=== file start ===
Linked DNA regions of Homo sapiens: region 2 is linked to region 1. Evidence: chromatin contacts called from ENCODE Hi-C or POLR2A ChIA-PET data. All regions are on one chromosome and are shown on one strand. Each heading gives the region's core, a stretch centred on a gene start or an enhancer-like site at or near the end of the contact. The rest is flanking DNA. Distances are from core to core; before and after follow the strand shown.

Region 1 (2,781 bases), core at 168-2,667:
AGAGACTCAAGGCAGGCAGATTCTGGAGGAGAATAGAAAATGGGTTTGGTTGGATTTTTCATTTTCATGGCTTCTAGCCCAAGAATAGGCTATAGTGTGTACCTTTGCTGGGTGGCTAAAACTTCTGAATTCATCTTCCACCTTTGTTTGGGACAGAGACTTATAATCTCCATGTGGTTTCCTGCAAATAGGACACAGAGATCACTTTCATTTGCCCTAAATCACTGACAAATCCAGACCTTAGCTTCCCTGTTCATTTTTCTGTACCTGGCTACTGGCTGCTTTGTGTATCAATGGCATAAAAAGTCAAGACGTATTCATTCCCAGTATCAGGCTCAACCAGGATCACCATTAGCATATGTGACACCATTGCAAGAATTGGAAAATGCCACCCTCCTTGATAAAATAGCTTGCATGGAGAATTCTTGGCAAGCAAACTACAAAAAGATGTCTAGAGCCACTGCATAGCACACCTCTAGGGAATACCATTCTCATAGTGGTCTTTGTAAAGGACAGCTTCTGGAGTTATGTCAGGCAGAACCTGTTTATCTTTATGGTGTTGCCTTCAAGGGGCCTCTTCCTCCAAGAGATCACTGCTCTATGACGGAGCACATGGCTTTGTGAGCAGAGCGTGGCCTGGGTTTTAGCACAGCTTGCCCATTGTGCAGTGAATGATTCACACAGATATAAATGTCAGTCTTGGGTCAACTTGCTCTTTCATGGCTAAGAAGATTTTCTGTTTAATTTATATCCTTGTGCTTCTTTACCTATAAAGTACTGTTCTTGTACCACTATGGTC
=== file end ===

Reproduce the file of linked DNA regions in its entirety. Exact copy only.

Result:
Linked DNA regions of Homo sapiens: region 2 is linked to region 1. Evidence: chromatin contacts called from ENCODE Hi-C or POLR2A ChIA-PET data. All regions are on one chromosome and are shown on one strand. Each heading gives the region's core, a stretch centred on a gene start or an enhancer-like site at or near the end of the contact. The rest is flanking DNA. Distances are from core to core; before and after follow the strand shown.

Region 1 (2,781 bases), core at 168-2,667:
AGAGACTCAAGGCAGGCAGATTCTGGAGGAGAATAGAAAATGGGTTTGGTTGGATTTTTCATTTTCATGGCTTCTAGCCCAAGAATAGGCTATAGTGTGTACCTTTGCTGGGTGGCTAAAACTTCTGAATTCATCTTCCACCTTTGTTTGGGACAGAGACTTATAATCTCCATGTGGTTTCCTGCAAATAGGACACAGAGATCACTTTCATTTGCCCTAAATCACTGACAAATCCAGACCTTAGCTTCCCTGTTCATTTTTCTGTACCTGGCTACTGGCTGCTTTGTGTATCAATGGCATAAAAAGTCAAGACGTATTCATTCCCAGTATCAGGCTCAACCAGGATCACCATTAGCATATGTGACACCATTGCAAGAATTGGAAAATGCCACCCTCCTTGATAAAATAGCTTGCATGGAGAATTCTTGGCAAGCAAACTACAAAAAGATGTCTAGAGCCACTGCATAGCACACCTCTAGGGAATACCATTCTCATAGTGGTCTTTGTAAAGGACAGCTTCTGGAGTTATGTCAGGCAGAACCTGTTTATCTTTATGGTGTTGCCTTCAAGGGGCCTCTTCCTCCAAGAGATCACTGCTCTATGACGGAGCACATGGCTTTGTGAGCAGAGCGTGGCCTGGGTTTTAGCACAGCTTGCCCATTGTGCAGTGAATGATTCACACAGATATAAATGTCAGTCTTGGGTCAACTTGCTCTTTCATGGCTAAGAAGATTTTCTGTTTAATTTATATCCTTGTGCTTCTTTACCTATAAAGTACTGTTCTTGTACCACTATGGTC